Above: a blessing service as part of a day of action in defiance to the Vatican’s ruling on same-sex unions in the Youth Church in Wurzburg, Germany, on Monday, May 10th.
I am picturing a small French-speaking Saskatchewan village in the 1930s. It is perhaps disingenuous to shrug one’s shoulders and simply declare that times are tough. When dust bowls replace food and water, and roots and berries are standard fare on a large family’s table, suffering abounds. Living in the shadow of death is a reality. No government bailouts will reach such a village. No mysterious $600 checks. The only people to stand side-by-side with the farmers are the priests and religious.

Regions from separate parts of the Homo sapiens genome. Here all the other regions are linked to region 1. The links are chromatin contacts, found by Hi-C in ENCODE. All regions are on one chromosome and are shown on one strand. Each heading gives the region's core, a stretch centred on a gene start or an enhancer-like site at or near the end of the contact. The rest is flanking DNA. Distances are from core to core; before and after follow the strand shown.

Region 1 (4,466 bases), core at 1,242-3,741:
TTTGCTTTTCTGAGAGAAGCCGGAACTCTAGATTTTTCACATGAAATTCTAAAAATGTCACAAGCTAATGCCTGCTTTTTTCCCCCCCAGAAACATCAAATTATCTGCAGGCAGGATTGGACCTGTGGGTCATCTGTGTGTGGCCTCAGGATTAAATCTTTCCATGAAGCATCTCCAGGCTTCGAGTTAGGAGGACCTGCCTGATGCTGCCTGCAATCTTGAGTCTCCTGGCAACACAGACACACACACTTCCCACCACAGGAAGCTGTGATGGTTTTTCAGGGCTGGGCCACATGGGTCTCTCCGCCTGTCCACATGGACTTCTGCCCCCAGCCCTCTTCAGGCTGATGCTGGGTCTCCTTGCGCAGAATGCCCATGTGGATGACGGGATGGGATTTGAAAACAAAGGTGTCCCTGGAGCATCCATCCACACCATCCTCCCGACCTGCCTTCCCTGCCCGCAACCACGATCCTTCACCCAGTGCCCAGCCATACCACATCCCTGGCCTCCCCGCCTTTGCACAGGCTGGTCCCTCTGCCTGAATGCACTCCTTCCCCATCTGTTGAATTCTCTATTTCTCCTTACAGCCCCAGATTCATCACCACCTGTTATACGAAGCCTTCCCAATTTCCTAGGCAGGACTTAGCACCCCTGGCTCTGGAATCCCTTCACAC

Yet the Catholic faith remains strong. On Sunday mornings the farmers are up early to tend the livestock. A quick wash up, and the families travel by horse and wagon to a small country church. The church is a sturdy structure, decorative, and well-maintained. In fact, it is the most beautiful building for miles. First a low Mass is heard. Some receive Holy Communion. Others, wearied by the need for sustenance while tending their animals, do not. Afterwards the priest invites the families into the rectory. He feeds them breakfast, and reads from an old catechism. Both young and old are grilled on the Faith. Everyone then returns to the church for a sung high Mass. The farmers take pride in the strong choir. The chants are always possible, for there is a will to do them. Finally, the families hitch up and go home for the day, though some will return for evening Vespers. Despite the hard times, there is comfort and strength in the presence of the Catholic faith. It is more than a faith; it is a way of life.